Johnny Cash, the Grammy Award-winning country singer whose ballads of love and hardship made him a music legend and one of the world's most admired performers, died of complications of diabetes yesterday at Baptist Hospital in Nashville. He was 71.
Known as "The Man in Black" for his signature dark apparel both on and off the stage, he recorded 1,500 songs and sold more than 50 million records in a career that stretched back to the birth of rock-and-roll in the 1950s. From his days as a young performer and throughout his career, his music told stories of the poor and disenfranchised while blending the sounds of folk, country, blues and pop.
With his gravelly, baritone voice, he helped popularize the rollicking boom-chicka-boom rhythm while writing and singing compassionately about the rough edges of Americana: the Western frontier, cowboys, outlaws, prisoners, hobos, blue-collar workers and desperate lovers.
His most memorable hits included "I Walk the Line"; "Ring of Fire," co-written by his late wife, June Carter Cash, and Merle Kilgore; "Folsom Prison Blues"; "Sunday Morning Coming Down," written by Kris Kristofferson; "I Still Miss Someone"; "A Boy Named Sue"; and "Big River."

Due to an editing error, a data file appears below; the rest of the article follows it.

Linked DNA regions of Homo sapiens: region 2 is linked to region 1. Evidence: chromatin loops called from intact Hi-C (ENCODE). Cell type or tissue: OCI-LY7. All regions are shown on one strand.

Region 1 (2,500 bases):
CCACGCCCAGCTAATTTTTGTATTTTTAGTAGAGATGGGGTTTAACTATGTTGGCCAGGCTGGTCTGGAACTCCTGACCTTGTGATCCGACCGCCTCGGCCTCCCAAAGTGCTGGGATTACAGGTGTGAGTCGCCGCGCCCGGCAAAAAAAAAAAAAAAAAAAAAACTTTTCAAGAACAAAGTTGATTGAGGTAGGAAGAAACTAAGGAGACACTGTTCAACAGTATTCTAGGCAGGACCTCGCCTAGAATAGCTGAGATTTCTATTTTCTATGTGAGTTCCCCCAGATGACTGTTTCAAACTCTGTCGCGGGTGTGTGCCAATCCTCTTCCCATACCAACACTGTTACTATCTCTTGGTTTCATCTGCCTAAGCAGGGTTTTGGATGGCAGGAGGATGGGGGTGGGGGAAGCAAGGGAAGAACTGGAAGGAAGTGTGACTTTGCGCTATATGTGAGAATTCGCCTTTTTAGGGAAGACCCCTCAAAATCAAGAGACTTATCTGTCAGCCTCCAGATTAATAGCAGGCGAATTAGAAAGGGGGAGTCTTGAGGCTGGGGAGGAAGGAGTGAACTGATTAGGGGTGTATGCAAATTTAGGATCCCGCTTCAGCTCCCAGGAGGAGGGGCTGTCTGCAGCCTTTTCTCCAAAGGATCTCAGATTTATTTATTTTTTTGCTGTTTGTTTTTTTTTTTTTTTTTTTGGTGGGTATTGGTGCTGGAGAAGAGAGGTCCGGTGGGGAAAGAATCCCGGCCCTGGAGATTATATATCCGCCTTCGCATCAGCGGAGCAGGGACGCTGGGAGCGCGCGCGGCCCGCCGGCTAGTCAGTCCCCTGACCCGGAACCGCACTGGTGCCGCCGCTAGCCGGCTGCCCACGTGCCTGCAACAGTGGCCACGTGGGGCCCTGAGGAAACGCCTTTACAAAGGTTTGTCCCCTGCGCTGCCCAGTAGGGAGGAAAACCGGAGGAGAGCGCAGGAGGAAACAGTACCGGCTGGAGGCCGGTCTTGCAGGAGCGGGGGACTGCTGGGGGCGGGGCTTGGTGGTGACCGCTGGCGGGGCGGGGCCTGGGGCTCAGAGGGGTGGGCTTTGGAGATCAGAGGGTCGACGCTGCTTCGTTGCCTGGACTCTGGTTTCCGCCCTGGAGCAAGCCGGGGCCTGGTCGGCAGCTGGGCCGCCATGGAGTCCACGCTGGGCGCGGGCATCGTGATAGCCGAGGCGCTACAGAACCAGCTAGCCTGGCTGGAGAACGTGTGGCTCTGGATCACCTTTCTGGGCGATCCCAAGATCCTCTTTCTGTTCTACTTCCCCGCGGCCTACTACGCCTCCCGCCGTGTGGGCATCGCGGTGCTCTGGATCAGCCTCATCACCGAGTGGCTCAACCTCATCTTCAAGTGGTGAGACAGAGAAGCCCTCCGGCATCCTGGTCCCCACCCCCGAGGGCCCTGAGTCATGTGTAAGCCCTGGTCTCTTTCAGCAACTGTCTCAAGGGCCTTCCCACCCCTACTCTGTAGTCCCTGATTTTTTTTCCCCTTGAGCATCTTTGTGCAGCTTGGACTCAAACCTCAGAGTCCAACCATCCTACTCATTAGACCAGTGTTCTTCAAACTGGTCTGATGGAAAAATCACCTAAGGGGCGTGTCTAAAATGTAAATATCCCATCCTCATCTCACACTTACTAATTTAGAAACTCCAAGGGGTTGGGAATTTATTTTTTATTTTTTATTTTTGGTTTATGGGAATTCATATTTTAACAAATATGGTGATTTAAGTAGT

"I try to write lyrics that make sense to all kinds of people," Cash once said. "I'm no message-bringer. Mostly I just tell stories."
To many fans, he was a maverick, a rugged, broad-shouldered guy who exuded cool. He usually stood alone on stage, guitar in hand. He wore a preacher's coat, striped pants and patent leather boots while opening his concerts with what became a familiar refrain: "Hello, I'm Johnny Cash." This stark image under the stage lights ran counter to his personality, which came across as humble, self-effacing and introspective.
In "Folsom Prison Blues," he sang about a prisoner resigned to his fate behind bars for killing a man but nevertheless bitter upon hearing the whistle of a locomotive, reminding him of a free world outside the prison walls.
In "A Boy Named Sue," written by Shel Silverstein, he picked his guitar while relaying a comic tale of a man seeking vengeance on his father who before abandoning the family cruelly named his son Sue.
Cash won 11 Grammy Awards, most recently in February for Best Male Country Vocal Performance for the song "Give My Love to Rose."